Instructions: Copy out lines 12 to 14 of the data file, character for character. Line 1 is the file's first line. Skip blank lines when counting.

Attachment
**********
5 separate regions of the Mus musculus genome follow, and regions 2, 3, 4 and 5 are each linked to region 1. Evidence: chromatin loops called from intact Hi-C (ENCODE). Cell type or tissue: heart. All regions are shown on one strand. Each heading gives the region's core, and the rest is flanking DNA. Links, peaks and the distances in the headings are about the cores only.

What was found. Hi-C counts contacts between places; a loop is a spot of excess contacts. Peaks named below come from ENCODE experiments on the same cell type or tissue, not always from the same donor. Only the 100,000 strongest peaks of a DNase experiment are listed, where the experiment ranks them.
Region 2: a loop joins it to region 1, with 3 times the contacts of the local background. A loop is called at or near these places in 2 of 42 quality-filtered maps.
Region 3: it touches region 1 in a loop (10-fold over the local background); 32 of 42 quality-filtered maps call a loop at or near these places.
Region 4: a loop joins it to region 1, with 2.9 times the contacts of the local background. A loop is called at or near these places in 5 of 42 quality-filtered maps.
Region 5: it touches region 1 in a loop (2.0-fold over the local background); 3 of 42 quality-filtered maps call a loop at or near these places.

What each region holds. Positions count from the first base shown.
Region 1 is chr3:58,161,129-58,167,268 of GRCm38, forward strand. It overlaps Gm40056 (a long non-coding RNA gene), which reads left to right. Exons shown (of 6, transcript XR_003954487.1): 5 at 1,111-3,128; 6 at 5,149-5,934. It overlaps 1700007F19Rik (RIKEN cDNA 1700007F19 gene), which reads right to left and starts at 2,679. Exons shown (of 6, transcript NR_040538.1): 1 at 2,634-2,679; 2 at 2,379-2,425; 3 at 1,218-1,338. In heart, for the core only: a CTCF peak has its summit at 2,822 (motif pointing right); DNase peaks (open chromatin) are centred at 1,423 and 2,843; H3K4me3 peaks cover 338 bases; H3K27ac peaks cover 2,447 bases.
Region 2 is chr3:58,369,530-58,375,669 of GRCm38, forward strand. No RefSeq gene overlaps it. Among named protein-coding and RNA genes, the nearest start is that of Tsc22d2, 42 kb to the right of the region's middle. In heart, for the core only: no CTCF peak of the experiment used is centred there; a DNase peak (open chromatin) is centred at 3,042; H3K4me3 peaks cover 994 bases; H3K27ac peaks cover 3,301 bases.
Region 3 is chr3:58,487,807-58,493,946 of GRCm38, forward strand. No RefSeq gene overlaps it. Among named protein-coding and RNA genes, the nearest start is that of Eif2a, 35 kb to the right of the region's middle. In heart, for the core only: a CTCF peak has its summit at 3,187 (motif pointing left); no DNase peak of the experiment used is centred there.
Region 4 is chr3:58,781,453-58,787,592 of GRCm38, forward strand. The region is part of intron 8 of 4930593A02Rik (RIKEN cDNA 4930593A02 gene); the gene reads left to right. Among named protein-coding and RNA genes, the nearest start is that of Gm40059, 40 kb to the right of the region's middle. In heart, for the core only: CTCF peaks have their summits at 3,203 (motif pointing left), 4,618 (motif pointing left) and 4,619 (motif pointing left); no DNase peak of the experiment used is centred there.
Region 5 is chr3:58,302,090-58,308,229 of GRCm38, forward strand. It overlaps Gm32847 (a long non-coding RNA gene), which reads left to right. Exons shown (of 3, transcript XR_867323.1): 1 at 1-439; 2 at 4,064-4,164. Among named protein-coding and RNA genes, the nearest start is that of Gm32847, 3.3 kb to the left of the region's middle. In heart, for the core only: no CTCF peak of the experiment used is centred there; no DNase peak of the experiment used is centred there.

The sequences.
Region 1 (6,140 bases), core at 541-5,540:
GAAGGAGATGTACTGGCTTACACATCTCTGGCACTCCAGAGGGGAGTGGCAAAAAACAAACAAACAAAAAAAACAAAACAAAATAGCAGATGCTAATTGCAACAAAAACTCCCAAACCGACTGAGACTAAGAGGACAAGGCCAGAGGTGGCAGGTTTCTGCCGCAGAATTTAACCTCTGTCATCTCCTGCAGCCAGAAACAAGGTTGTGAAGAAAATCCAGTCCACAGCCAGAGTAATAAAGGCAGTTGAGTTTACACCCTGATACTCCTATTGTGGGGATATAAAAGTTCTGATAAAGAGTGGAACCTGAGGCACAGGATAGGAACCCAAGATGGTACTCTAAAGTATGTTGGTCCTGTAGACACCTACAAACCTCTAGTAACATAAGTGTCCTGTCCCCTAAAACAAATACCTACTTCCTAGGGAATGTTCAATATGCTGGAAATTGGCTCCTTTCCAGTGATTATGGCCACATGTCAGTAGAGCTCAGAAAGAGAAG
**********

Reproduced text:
Region 5 is chr3:58,302,090-58,308,229 of GRCm38, forward strand. It overlaps Gm32847 (a long non-coding RNA gene), which reads left to right. Exons shown (of 3, transcript XR_867323.1): 1 at 1-439; 2 at 4,064-4,164. Among named protein-coding and RNA genes, the nearest start is that of Gm32847, 3.3 kb to the left of the region's middle. In heart, for the core only: no CTCF peak of the experiment used is centred there; no DNase peak of the experiment used is centred there.

The sequences.
Region 1 (6,140 bases), core at 541-5,540: